Cudia won’t graduate; Aquino affirms AFP-PMA decision
MANILA, Philippines—It’s final: Cadet Aldrin Jeff Cudia will not graduate from the Philippine Military Academy.
President Benigno Aquino III finally came out with a decision on Cudia months after the investigating board of the PMA submitted their final report to him.
A letter by Executive Secretary Paquito Ochoa addressed to Cudia’s parents dated June 11 that was obtained by INQUIRER.net stated that Aquino sustains the recommendation of the Armed Forces of the Philippines and PMA Cadet Review Appeals Board (CRAB), which is not to allow Cudia to graduate from the revered military institution.
Cudia was expelled at the PMA during his senior year after he allegedly lied as to why he was late for class. Lying is a violation in the academy, where there is a strict implementation of the Honor Code that says “one must not lie, cheat and steal nor tolerate those who do.” His sister publicized his plight on Facebook.
Cudia’s camp accused it was an 8-1 voting that later became a 9-0. A unanimous vote by the Honor Committee, also composed of cadets, is required to dismiss a cadet facing an Honor Code violation.
A Navy officer, Commander Junjie Tabuada, also backed Cudia. He said in an affidavit that there was pressure on the Honor Committee member who initially voted against the cadet’s dismissal.
Aquino, who is also Commander-in-Chief, ordered a review of the case. Cudia was not able to join the graduating class of PMA Class of 2014 where he was supposed to be salutatorian.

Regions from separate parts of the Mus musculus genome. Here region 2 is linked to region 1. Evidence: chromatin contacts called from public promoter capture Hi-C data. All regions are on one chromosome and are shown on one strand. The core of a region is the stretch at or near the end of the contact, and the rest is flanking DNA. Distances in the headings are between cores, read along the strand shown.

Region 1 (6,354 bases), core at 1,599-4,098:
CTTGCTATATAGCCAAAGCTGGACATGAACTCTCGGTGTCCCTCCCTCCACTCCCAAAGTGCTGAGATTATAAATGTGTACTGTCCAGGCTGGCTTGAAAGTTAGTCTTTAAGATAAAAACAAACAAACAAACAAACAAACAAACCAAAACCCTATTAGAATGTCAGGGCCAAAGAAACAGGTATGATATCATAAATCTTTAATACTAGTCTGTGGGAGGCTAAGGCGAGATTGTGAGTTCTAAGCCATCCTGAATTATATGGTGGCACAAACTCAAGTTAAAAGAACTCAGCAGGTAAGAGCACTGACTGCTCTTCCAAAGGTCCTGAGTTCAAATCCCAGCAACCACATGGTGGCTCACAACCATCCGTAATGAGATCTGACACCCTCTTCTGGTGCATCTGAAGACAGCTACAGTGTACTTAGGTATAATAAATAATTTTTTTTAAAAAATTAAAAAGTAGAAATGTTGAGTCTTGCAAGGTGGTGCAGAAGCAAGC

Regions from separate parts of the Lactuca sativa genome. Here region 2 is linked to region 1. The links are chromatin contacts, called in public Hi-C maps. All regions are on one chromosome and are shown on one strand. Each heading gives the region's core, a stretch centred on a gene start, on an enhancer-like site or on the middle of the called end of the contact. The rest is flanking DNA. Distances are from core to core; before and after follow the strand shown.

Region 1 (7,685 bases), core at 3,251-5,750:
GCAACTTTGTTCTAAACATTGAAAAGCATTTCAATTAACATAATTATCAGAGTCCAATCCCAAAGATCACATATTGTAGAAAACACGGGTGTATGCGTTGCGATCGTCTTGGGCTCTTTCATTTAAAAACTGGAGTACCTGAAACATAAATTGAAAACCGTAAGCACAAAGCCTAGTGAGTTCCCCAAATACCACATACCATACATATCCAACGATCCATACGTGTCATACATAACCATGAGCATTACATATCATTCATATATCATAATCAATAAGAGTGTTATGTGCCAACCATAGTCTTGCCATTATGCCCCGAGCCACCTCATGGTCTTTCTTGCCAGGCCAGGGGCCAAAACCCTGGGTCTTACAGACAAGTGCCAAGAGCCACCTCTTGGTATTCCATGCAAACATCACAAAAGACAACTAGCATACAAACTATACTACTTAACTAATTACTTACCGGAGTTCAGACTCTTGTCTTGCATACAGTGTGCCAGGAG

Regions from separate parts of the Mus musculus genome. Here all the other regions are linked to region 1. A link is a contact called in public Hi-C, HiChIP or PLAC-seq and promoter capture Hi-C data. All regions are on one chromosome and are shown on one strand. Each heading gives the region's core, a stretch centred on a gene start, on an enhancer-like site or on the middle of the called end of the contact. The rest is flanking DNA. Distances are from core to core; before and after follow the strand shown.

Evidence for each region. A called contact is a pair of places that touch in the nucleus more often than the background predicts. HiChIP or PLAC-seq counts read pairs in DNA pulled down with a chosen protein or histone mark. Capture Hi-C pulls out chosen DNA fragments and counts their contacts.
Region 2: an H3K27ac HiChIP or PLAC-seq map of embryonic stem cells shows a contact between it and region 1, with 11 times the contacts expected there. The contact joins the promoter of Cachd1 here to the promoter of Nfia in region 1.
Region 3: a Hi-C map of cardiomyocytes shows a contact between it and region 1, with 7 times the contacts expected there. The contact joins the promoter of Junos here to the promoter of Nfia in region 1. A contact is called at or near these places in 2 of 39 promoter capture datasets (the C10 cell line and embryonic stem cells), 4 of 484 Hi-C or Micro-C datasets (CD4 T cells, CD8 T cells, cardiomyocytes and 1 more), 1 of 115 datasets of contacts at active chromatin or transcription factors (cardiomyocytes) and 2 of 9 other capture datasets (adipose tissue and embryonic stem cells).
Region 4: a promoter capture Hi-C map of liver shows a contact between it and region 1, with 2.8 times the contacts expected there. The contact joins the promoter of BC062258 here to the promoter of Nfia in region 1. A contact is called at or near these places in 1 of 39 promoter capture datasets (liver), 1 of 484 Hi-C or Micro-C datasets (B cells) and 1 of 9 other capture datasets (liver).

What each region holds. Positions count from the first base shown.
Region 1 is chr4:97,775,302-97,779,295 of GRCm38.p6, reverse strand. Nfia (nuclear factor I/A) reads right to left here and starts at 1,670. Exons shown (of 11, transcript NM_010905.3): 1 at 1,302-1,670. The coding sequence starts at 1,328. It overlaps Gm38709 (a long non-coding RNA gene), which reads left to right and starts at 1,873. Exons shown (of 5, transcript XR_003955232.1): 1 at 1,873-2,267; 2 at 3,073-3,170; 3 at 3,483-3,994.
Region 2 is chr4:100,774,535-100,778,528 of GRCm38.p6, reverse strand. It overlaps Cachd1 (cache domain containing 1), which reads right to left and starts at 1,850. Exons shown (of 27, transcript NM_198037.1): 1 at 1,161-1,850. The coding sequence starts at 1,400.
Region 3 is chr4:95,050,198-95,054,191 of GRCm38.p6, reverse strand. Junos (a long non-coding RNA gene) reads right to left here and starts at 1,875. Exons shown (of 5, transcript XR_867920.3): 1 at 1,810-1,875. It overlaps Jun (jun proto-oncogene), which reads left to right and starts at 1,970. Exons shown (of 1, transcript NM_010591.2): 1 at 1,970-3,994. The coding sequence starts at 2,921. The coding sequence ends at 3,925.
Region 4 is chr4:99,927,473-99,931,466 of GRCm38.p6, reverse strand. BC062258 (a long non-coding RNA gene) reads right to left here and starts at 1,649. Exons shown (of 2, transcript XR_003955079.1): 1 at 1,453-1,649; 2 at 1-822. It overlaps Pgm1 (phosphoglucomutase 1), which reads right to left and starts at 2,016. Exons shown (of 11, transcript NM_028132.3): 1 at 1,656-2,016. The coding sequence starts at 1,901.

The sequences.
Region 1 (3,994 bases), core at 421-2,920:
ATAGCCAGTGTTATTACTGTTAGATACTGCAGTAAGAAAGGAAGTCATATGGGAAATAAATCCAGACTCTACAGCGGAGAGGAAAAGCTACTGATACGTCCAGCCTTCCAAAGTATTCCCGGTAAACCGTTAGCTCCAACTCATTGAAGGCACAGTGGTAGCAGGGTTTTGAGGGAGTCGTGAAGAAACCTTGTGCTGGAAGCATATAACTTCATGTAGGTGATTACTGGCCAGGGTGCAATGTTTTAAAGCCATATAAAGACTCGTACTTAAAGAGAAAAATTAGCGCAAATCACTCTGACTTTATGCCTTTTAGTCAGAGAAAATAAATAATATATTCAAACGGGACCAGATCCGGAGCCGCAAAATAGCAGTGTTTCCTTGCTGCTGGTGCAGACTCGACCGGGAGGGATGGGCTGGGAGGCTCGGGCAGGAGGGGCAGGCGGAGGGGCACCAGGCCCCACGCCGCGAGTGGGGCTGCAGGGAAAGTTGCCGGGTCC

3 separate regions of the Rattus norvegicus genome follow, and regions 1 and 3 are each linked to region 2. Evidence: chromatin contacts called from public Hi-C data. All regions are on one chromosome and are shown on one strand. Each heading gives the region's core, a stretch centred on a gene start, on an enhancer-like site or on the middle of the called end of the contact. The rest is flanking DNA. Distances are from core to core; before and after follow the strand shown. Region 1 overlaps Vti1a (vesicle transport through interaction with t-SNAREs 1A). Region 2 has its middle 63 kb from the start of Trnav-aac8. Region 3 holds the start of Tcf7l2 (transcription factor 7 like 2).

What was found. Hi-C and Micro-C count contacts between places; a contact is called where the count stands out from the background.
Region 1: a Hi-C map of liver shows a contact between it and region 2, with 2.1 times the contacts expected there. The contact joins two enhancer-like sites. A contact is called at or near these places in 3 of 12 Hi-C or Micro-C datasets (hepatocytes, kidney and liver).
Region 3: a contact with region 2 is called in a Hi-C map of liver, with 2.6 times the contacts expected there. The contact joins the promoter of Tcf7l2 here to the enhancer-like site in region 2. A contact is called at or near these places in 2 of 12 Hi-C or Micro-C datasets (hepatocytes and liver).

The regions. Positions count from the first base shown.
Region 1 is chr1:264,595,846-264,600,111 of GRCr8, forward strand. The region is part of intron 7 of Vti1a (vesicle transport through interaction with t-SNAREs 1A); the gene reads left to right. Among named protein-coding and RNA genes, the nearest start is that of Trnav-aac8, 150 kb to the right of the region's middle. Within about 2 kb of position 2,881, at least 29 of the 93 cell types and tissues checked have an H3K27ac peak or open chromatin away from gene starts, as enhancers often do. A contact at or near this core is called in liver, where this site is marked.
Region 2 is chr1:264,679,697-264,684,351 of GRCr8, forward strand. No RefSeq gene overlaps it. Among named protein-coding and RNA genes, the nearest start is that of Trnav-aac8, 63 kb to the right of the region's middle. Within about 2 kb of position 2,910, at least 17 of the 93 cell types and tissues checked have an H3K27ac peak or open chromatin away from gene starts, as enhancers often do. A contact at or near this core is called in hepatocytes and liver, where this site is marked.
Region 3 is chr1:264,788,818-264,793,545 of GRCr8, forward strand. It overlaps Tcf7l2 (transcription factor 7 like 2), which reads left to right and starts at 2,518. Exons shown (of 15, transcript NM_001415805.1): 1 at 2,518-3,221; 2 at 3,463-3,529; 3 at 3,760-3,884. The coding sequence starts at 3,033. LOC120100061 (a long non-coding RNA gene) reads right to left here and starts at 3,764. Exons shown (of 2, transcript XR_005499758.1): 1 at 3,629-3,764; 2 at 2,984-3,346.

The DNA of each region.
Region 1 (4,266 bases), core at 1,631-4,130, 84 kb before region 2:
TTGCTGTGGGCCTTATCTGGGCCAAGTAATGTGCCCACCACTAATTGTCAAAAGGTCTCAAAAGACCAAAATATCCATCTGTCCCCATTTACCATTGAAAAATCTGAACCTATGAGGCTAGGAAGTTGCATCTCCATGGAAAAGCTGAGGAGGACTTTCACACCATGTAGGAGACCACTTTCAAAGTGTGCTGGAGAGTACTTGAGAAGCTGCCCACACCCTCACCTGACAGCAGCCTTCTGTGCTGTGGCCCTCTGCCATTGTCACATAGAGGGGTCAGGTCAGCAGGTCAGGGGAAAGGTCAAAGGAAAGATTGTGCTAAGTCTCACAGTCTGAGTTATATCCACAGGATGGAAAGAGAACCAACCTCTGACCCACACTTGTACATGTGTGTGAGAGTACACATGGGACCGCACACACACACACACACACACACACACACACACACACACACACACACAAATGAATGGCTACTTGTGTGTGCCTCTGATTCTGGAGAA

Cudia’s family also took the cadet’s case to the Supreme Court but their petition to stop his dismissal was denied by the High Court.
An investigation by the Commission on Human Rights revealed that the investigating team was biased against Cudia and concluded that it was a “sham trial.” They also recommended the filing of cases against some of the Honor Committee members in Cudia’s trial. It also asked for a review of the PMA’s Honor Code.
“After carefully studying the records of Cadet Cudia, the decision of the Chief of Staff of the Armed Forces of the Philippines (AFP), and the Honor Code System of the AFP Cadet Corps, this Office has found no substantial basis to disturb the findings of the AFP and the PMA [CRAB]. There is no competent evidence to support the claim that the decision of the Honor Committee members was initially at 8 “Guilty” votes and 1 “Not Guilty” vote. The lone affidavit of an officer, based on his purported conversation with one Honor Committee member, lacks personal knowledge on the deliberations of the said Committee and is hearsay at best,” Ochoa’s letter read.
“Similarly, the initial recommendations of the Commission on Human Rights cannot be adopted as basis that Cadet Cudia’s due process rights were violated. Apart from being explicitly preliminary in nature, such recommendations are anchored on a finding that there was an 8-1 vote which, as discussed above, is not supported by competent evidence,” the letter read further.
“In the evaluation of Cadet Cudia’s case, this Office has been guided by the precept that military law is regarded to be in a class of its own, applicable only to military personnel because the military constitutes an armed organization requiring a system of discipline separate from that of civilians,” Ochoa also said.
“Thus, this Office regarded the findings of the AFP Chief, particularly his conclusion that there was nothing irregular in the proceedings that ensued, as carrying great weight,” he added.
Military spokesperson Lieutenant Colonel Ramon Zagala, meanwhile, said that Aquino’s decision to back the recommendations of the AFP and PMA “manifests that due process was given to Cudia.”
“We hope that the decision will give closure to the case of Cadet Cudia,” he told INQUIRER.net by phone.
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